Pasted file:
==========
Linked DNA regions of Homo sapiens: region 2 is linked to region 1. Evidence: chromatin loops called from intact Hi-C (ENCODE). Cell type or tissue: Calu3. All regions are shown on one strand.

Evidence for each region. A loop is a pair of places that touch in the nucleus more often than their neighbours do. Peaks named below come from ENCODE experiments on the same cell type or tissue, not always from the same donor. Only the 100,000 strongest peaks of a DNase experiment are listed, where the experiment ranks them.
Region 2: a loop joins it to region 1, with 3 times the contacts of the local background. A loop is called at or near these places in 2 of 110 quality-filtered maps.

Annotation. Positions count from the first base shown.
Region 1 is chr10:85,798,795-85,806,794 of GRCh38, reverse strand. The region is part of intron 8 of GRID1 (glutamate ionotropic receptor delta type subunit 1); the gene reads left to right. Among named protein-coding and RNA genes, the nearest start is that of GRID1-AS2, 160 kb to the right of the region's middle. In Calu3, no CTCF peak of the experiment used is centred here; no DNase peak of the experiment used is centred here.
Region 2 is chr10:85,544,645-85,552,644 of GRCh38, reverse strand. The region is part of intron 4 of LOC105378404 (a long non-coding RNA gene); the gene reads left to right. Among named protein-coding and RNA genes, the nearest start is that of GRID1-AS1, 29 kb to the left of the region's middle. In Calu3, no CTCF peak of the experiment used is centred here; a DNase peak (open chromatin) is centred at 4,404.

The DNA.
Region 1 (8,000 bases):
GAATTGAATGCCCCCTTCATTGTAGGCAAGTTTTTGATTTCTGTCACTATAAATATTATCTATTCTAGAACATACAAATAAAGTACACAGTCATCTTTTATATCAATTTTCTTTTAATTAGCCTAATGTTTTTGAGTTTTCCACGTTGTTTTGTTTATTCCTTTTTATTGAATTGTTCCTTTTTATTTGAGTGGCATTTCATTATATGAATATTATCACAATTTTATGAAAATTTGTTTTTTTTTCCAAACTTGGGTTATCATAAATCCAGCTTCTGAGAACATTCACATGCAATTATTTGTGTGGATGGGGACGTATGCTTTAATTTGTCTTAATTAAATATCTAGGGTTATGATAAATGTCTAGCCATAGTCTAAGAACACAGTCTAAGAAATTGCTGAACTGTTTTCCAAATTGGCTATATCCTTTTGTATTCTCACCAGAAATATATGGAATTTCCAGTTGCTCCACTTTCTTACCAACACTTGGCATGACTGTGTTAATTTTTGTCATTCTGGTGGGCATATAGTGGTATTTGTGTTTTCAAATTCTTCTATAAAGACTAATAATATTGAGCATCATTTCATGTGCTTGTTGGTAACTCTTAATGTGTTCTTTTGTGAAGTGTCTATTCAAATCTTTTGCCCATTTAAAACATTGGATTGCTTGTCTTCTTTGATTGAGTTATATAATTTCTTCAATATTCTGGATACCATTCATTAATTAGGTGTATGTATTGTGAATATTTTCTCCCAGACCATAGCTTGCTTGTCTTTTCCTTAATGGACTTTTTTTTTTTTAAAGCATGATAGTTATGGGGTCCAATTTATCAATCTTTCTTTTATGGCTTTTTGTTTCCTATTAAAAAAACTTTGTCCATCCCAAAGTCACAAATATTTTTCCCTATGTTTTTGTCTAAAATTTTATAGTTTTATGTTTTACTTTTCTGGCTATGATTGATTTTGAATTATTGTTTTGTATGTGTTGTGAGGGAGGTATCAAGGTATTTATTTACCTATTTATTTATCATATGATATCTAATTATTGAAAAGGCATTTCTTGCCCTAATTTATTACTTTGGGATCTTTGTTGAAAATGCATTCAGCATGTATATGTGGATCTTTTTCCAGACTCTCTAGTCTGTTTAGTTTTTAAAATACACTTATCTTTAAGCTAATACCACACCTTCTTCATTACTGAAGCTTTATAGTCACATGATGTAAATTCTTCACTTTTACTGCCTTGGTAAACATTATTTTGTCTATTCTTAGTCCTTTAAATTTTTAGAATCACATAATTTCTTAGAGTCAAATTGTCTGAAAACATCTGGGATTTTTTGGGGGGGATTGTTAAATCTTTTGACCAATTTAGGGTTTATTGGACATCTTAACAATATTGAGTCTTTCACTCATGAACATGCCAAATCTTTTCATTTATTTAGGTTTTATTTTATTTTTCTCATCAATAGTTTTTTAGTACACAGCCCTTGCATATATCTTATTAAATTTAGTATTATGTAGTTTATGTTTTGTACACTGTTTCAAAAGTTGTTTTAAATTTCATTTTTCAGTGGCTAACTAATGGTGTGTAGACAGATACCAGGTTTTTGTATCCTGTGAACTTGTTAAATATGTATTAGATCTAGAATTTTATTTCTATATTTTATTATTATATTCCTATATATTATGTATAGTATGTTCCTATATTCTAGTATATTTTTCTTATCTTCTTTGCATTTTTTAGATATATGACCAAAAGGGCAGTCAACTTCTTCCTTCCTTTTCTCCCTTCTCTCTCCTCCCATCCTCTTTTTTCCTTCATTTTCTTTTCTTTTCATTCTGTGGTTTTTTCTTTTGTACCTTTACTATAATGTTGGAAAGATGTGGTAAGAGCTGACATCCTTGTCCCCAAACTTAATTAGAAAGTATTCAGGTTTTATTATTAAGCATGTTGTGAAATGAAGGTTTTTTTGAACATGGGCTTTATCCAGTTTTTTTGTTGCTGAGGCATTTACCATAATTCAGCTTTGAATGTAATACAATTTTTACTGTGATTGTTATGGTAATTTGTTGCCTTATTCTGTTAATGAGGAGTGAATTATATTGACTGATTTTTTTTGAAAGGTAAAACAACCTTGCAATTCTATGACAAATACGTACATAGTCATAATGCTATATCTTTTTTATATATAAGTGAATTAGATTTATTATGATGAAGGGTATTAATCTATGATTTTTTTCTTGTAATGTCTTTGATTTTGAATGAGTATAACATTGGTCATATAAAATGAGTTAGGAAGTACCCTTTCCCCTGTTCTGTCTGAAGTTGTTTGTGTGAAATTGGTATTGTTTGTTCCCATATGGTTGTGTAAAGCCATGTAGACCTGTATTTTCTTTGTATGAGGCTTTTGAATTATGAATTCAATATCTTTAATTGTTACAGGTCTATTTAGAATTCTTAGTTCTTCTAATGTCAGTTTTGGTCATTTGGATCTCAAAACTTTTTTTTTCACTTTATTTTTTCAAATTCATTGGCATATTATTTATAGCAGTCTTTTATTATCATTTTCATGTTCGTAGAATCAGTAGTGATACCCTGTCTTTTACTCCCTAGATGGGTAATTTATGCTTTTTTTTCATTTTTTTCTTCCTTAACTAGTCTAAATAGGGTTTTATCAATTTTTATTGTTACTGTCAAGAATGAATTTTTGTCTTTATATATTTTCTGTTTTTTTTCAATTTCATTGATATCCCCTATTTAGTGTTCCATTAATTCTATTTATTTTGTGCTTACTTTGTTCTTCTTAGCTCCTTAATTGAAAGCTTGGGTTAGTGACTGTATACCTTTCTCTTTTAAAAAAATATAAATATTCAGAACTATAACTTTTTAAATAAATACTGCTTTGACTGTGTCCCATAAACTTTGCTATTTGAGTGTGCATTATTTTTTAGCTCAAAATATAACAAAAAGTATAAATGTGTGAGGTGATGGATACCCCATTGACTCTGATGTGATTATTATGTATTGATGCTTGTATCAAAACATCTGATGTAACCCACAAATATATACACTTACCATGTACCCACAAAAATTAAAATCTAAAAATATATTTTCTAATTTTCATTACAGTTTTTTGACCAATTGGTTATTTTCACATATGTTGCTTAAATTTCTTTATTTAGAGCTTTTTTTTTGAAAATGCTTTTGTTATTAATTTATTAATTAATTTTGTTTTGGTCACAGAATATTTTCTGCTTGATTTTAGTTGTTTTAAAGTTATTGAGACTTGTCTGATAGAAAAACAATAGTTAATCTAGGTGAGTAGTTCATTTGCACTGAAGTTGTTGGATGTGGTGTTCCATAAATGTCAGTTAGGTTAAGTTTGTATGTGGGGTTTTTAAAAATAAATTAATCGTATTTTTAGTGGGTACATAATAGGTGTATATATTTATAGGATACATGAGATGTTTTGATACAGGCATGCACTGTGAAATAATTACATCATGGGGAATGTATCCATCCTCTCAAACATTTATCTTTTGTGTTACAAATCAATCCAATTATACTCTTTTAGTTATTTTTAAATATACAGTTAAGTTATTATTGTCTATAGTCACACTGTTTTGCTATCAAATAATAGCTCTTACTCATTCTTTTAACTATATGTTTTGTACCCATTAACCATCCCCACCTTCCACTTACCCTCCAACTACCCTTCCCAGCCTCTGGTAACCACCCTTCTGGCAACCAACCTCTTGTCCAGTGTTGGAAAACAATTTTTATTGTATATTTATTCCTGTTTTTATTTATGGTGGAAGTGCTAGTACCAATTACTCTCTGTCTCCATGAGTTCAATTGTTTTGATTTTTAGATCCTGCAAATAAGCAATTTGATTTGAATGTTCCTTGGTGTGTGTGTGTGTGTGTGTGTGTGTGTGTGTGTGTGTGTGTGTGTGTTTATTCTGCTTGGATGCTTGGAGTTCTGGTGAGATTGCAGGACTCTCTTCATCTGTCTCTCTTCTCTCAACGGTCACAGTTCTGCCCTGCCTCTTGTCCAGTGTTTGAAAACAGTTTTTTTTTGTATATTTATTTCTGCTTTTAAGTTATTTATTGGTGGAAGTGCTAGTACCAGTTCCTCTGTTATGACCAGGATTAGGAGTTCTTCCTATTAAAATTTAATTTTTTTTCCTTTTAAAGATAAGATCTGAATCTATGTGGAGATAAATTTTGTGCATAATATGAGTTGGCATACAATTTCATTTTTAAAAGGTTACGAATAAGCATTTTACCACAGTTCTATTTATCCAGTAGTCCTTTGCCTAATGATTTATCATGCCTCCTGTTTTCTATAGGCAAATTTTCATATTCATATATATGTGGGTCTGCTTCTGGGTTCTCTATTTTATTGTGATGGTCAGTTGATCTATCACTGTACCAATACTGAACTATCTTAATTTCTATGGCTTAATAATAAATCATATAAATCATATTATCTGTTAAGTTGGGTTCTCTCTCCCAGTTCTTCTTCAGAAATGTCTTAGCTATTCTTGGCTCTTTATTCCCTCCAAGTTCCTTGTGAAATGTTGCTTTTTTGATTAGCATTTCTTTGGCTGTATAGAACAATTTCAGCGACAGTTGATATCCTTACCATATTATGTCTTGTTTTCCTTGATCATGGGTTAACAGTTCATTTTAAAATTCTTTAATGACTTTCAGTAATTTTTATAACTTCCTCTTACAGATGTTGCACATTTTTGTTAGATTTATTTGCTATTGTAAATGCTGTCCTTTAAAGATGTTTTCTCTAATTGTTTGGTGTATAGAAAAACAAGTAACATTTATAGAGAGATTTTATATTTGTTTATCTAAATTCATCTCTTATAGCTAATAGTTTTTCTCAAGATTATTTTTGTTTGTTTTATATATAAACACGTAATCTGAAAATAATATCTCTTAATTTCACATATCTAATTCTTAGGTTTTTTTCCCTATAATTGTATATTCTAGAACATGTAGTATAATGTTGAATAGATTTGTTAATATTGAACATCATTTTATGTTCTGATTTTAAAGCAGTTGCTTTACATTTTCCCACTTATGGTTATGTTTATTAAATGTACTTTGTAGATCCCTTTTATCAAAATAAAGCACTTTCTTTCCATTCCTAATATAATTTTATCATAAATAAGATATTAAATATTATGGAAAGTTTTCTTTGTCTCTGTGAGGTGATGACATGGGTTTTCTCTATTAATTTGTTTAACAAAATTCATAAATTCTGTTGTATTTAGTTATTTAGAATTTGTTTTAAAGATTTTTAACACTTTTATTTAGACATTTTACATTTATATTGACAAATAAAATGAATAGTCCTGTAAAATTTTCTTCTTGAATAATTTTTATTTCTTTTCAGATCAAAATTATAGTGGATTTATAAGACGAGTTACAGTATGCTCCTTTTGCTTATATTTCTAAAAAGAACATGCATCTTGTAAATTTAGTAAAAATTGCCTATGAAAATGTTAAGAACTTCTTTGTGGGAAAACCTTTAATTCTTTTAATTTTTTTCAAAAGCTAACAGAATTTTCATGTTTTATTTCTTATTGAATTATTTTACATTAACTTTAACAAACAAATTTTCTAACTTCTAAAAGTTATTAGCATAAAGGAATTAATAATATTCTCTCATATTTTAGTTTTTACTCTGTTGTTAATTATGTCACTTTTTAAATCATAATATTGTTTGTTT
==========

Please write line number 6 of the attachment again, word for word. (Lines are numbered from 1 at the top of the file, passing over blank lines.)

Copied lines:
Region 2 is chr10:85,544,645-85,552,644 of GRCh38, reverse strand. The region is part of intron 4 of LOC105378404 (a long non-coding RNA gene); the gene reads left to right. Among named protein-coding and RNA genes, the nearest start is that of GRID1-AS1, 29 kb to the left of the region's middle. In Calu3, no CTCF peak of the experiment used is centred here; a DNase peak (open chromatin) is centred at 4,404.